Her statement says Trudeau has "completely disregarded the health and safety of Canadians by continuing to ignore the consequences of marijuana use, particularly where children and teenagers are concerned."
"We have seen several instances of this, including when he spoke at a school to children and teenagers about the legalization of marijuana, highly inappropriate and completely lacking in judgment which is par for the course with Justin Trudeau," she wrote.
The Liberals call the flyers a Conservative "distortion."
"Their charge is based on a distortion of a visit Mr. Trudeau made to Brandon during the recent byelection, when he spoke to an audience of high school students and adults at the Sioux Valley First Nation school," spokesman Cameron Ahmad said in an email.
"He responded to a question from the audience about legalization of marijuana, and iterated our position after explaining the dangers of drug use."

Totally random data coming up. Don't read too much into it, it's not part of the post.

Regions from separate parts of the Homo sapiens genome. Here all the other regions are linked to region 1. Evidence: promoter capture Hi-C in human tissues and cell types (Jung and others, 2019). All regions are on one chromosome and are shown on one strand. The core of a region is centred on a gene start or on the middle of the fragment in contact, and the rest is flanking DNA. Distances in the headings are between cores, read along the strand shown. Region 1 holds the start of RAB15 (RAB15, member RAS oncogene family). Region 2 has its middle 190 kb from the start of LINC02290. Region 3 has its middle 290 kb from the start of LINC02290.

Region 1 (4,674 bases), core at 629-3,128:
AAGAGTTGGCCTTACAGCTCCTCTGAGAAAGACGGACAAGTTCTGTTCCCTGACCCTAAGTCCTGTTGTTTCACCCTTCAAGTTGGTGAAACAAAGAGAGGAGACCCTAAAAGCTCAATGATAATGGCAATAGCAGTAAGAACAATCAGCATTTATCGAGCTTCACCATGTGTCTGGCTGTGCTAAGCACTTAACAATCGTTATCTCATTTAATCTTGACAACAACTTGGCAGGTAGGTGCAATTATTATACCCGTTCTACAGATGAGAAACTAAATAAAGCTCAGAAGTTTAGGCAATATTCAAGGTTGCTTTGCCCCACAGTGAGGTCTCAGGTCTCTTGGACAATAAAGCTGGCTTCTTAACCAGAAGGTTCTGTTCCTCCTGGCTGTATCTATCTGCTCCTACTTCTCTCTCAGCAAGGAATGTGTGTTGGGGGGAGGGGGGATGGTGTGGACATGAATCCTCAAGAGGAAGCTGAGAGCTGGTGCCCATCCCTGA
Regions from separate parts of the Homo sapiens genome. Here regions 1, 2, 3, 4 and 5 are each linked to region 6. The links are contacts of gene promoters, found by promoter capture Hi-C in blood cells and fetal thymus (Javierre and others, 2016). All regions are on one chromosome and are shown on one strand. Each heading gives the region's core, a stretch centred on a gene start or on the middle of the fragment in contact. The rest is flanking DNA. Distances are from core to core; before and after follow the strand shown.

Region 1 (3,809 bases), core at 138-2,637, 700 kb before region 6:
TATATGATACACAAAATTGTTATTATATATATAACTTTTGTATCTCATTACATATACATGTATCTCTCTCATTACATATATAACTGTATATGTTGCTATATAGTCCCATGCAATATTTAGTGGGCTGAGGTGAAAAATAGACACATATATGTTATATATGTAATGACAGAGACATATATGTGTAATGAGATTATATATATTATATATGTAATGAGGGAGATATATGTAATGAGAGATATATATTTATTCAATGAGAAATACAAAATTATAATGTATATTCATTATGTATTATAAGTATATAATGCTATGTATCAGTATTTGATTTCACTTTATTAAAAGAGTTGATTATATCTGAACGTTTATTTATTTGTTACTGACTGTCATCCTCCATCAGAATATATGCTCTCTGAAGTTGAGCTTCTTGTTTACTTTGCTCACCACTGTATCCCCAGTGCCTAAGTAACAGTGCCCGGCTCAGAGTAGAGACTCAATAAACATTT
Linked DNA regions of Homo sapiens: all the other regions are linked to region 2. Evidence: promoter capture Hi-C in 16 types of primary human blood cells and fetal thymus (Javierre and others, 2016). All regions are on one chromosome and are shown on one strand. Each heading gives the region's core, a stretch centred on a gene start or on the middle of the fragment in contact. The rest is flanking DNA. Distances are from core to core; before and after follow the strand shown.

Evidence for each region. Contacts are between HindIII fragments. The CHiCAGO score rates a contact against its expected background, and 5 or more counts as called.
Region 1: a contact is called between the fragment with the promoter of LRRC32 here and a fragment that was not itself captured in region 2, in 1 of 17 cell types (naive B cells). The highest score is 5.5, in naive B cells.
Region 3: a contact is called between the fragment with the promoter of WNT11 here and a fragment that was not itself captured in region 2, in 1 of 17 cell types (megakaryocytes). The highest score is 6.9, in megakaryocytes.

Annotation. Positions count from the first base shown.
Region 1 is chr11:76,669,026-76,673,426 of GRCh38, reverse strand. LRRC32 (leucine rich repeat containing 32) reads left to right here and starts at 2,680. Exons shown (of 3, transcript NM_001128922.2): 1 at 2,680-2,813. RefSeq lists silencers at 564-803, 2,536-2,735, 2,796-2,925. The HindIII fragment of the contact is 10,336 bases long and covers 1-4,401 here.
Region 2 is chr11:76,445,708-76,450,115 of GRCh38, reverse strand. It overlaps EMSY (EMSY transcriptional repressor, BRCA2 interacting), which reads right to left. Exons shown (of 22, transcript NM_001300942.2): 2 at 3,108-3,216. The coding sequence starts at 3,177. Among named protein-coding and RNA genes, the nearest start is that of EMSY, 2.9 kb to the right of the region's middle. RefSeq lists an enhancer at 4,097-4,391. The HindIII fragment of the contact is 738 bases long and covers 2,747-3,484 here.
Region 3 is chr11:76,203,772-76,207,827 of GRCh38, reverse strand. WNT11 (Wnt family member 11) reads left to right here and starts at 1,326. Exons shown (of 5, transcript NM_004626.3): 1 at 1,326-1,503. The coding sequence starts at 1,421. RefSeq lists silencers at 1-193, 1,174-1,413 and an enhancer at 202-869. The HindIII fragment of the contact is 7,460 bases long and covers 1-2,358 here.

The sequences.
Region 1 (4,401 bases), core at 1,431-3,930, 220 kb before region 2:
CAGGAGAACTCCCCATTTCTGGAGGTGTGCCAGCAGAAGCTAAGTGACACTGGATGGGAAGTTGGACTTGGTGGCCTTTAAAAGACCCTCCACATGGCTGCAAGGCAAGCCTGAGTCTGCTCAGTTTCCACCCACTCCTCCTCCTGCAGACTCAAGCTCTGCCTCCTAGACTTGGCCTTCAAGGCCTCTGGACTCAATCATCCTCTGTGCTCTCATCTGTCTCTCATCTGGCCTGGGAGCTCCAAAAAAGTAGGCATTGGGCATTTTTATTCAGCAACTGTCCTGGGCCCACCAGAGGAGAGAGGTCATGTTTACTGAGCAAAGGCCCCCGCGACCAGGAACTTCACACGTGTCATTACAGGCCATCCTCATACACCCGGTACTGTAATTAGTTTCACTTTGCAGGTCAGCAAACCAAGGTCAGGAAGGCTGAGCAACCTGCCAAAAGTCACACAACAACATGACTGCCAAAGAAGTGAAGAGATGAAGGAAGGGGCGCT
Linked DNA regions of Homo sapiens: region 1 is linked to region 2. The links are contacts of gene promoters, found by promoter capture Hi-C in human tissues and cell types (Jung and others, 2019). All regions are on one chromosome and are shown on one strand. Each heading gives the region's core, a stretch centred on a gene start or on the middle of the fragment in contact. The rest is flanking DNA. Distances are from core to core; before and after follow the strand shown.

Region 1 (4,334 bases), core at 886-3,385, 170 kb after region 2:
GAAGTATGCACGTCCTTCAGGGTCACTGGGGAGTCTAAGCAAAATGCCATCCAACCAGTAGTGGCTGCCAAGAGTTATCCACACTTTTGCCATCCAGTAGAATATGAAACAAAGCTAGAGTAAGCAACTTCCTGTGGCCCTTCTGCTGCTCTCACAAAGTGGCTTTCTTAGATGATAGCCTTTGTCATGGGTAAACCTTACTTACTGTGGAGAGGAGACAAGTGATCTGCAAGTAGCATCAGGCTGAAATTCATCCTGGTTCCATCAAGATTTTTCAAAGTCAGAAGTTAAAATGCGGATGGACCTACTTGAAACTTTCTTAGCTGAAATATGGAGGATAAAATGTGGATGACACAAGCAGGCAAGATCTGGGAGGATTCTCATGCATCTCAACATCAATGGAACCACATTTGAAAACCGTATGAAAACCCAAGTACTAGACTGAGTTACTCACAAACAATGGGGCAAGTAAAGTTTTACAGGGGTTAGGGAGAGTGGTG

Ahmad said Trudeau has only ever spoken to two elementary schools since becoming Liberal leader: the one in Manitoba and one in Dryden, Ont., during a Skype chat this past March.
Trudeau did not discuss marijuana during the Dryden school Skype chat, Ahmad added.
Nelson Wiseman, a political science professor at the University of Toronto, said these sorts of accusations only work if they contain an element of truth.
"Had Trudeau not said anything about marijuana — had he said that he was against its legalization — and then had this come out, the Conservatives would have been pilloried from top to bottom," Wiseman said.
"But now they can say, 'No, no, no. These are the implications of what he's saying.'"
Trudeau has said the Liberals would legalize marijuana if they form the next government.
He has also said that the drug is no worse than cigarettes or alcohol. And he has admitted to smoking pot one time since becoming an MP in 2008.